Esports tournaments tend to get sorted into a bunch of different categories depending on importance and location and participation, but every one of them is either online or offline. Online tournaments are played as a series of the same custom games an average user might play with friends—if necessary there might be some infrastructural changes to prevent lag or other disruptions. Offline tournaments are held in specific places, like The International in Seattle, or ESL One in July in Cologne. Teams travel to those tournaments and their computers are all connected together by cables. Lag—if it’s not outright eliminated—is reduced as far as possible, and teams from China can play fair, unobstructed games against teams from Brazil.
An online tournament has no specific physical site.
Both types are broadcast: the offline tournament from a centralized location where all the players are, and the online tournament from one node in the wider network the game is being played on, meaning that an online tournament has no specific physical site. In some ways the game’s lobbies or its map become the closest thing to a space in which an online tournament is held. I’ve never been to an offline tournament, but for viewers like me, the fact that I can watch online and offline tournaments in the same way—often with more control over my viewing experience than someone in the arena—makes that feel like less of a glaring omission.
Sliver.tv and ESL are about to add another layer to this with a plan to broadcast ESL One New York in VR. Like the Dota VR Hub, the Sliver.tv broadcast of CS:GO will feature VR versions of “in-game virtual cameras,” but will also seek to replicate “the thrilling experience of being surrounded by thousands of other esports fans at the Barclay’s Center in Brooklyn, NY.” There might be reason to believe that people who watch esports overlap fairly significantly with people who watch VR, and that’s part of what ESL and Sliver.tv are betting on. According to the press release, “over half of esports enthusiasts and 24% of occasional viewers are planning to buy VR devices in the near future, compared to 12% on the online population.”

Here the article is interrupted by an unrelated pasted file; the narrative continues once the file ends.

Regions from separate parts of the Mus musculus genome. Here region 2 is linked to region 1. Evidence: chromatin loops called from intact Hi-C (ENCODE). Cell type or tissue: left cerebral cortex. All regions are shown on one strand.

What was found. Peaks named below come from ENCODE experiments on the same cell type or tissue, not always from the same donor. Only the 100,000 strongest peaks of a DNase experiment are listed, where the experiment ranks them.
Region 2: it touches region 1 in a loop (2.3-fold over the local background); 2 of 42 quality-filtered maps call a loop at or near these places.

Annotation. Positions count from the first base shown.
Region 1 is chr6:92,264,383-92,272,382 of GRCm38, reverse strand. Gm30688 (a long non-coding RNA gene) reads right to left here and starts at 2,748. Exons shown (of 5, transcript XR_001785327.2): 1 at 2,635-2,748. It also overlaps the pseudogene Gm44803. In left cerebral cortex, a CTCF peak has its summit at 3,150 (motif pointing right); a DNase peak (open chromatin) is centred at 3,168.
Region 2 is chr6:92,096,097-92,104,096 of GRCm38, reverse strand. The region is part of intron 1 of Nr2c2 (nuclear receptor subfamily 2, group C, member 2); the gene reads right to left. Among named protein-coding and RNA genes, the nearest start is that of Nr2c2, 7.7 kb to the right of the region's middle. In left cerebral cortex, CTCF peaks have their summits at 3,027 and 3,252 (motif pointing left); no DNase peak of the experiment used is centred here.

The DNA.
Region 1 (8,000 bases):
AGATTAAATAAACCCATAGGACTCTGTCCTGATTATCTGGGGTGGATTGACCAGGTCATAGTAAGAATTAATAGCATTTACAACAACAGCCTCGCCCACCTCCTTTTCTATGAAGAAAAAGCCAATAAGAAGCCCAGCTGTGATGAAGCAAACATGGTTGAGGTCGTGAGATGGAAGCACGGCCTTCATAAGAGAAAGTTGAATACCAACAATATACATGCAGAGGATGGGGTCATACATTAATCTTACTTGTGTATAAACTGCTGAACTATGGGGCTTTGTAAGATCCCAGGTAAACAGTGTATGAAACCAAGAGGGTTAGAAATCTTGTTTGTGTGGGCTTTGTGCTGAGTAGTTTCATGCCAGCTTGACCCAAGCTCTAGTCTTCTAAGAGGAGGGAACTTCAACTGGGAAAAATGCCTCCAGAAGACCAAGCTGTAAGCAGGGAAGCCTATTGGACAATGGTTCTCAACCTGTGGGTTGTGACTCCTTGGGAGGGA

A virtual representation of a real space in which viewers are focusing on a virtual space.
Viewers who choose to watch VR coverage of the inside of Barclay’s arena will get a virtual representation of a real space in which viewers are focusing on a virtual space. The in-game cameras presented in VR seem more likely to bring viewers close to the maps the games get played on, but in a hectic game like CS:GO, it’s hard to say whether that will be a comfortable and barfless experience.
There are a lot of different viewing experiences on offer for ESL One next weekend—more than there are for almost any other event. Twitch.tv is a pretty cheap option, but if you’re quick you might still be able to buy a plane ticket to NYC for less than a VR headset costs.